Friday, February 24, 2012

Defective Acknowledgements revisited

A few minutes ago an attorney called to ask my opinion on the validity of a certain mortgage.  Pulling up the signature page, I immediately said "it's invalid."  My reasoning?  The acknowledgement clause was invalid.  Here's what it said:

On this 6th day of April 2007, before me personally appeared                  to me known to be the person (or persons) described in and who executed the foregoing instrument, and acknowledged that he/she/they executed the same as his/her/their free act and deed.
The problem is that big blank space following the word "appeared."  I immediately recalled a blog post I wrote back in the summer of 2009 after the bankruptcy court issued a decision called In re Giroux.  In that case, the Bankruptcy Court held that the absence of the name of the person whose signature was being acknowledged in the acknowledgement clause invalidated the acknowledgement.  With no acknowledgement, the mortgage should not have been recorded by the registry of deeds.  The bankruptcy trustee, therefore, was allowed to set aside the mortgage making the lender just another unsecured creditor of the debtor.

In today's conversation, I quickly revised my opinion to "if the Bankruptcy Court is used as precedent, then the mortgage is invalid" because neither the Massachusetts Appeals Court nor the SJC have ruled on this issue.  Even so, based on the bankruptcy court decision back in 2009, I had advised the staff here at the registry to reject any document on which they noticed a name missing from the acknowledgement clause.  I'm not sure how many documents they have rejected on that grounds, but that's our rule here.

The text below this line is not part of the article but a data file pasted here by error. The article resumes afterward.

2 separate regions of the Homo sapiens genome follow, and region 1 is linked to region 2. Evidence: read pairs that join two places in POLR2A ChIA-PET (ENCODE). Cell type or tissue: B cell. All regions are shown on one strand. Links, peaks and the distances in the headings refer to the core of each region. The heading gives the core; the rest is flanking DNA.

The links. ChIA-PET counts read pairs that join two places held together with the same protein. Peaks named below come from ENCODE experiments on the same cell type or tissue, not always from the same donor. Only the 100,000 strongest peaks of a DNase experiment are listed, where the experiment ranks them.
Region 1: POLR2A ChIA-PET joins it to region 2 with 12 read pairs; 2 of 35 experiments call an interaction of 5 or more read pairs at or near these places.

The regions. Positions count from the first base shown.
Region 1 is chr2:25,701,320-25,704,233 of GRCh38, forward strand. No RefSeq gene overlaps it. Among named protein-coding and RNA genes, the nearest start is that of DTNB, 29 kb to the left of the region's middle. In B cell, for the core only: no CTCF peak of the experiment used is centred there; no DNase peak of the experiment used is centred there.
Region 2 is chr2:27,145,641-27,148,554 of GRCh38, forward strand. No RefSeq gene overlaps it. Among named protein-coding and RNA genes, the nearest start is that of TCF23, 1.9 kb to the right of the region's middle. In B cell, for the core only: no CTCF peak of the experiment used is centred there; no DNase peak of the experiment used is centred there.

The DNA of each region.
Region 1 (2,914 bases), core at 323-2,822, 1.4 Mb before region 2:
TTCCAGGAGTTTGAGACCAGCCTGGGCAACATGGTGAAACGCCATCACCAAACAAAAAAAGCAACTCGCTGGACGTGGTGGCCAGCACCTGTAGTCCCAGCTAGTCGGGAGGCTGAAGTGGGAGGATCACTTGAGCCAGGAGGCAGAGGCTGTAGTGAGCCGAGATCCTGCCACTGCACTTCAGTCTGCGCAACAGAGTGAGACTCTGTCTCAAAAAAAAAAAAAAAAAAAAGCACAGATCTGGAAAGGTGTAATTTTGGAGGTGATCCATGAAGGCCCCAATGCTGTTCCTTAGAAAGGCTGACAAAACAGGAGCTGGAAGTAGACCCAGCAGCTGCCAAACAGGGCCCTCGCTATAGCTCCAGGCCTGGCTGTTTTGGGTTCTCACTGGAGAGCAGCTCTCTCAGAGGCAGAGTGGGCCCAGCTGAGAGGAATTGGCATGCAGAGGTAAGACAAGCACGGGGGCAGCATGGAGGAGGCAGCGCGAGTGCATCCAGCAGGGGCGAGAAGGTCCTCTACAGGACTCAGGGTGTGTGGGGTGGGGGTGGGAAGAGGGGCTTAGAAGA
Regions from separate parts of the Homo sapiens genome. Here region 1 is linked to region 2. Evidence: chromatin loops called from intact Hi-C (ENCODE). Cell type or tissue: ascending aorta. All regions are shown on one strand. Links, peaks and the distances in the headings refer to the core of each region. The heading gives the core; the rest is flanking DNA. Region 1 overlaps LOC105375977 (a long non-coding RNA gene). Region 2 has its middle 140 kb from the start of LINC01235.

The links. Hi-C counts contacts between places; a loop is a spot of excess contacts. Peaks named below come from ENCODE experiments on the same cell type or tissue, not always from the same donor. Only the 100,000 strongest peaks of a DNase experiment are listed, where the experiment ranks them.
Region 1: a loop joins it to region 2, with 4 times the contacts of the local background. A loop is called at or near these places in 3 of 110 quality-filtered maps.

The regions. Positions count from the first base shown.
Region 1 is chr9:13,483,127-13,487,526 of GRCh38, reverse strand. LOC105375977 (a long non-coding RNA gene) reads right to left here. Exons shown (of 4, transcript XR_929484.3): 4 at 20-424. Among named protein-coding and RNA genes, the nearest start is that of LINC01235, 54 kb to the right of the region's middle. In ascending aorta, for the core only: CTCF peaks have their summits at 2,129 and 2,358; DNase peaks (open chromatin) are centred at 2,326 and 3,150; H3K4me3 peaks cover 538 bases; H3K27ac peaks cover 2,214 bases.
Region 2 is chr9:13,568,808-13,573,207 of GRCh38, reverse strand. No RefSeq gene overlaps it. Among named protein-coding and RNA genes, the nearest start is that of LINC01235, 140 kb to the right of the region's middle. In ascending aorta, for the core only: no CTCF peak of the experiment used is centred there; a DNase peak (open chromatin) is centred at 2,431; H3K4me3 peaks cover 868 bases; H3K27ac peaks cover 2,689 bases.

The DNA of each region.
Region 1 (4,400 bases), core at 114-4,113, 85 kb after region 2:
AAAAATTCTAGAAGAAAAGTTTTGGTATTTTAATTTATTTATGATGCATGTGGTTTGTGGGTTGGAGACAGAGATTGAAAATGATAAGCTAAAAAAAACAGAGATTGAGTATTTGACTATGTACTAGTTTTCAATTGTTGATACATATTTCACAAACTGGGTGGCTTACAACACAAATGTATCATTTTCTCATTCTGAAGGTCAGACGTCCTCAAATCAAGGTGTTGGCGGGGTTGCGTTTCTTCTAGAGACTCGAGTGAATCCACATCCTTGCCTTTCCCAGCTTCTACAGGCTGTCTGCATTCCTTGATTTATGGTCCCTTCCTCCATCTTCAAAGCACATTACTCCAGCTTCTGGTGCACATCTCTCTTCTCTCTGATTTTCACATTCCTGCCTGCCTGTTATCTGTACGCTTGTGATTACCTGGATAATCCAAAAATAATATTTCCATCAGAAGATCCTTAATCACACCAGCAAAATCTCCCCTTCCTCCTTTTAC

The reason the lawyer called me today was that he had been retained to write an opinion letter on the validity of the mortgage bearing the acknowledgement reproduced above.  His research disclosed that other bankruptcy court decisions have ratified the holding of Giroux and one even reached a US District Court which confirmed the "missing name equals invalid acknowledgement" rule, but he knew of no Massachusetts case law on the topic.  He did say that he has found many documents already on record that lack the name of the party whose acknowledgment is purportedly being taken, so if that is fatal to the validity of the document, there are many problem documents lurking out there. 

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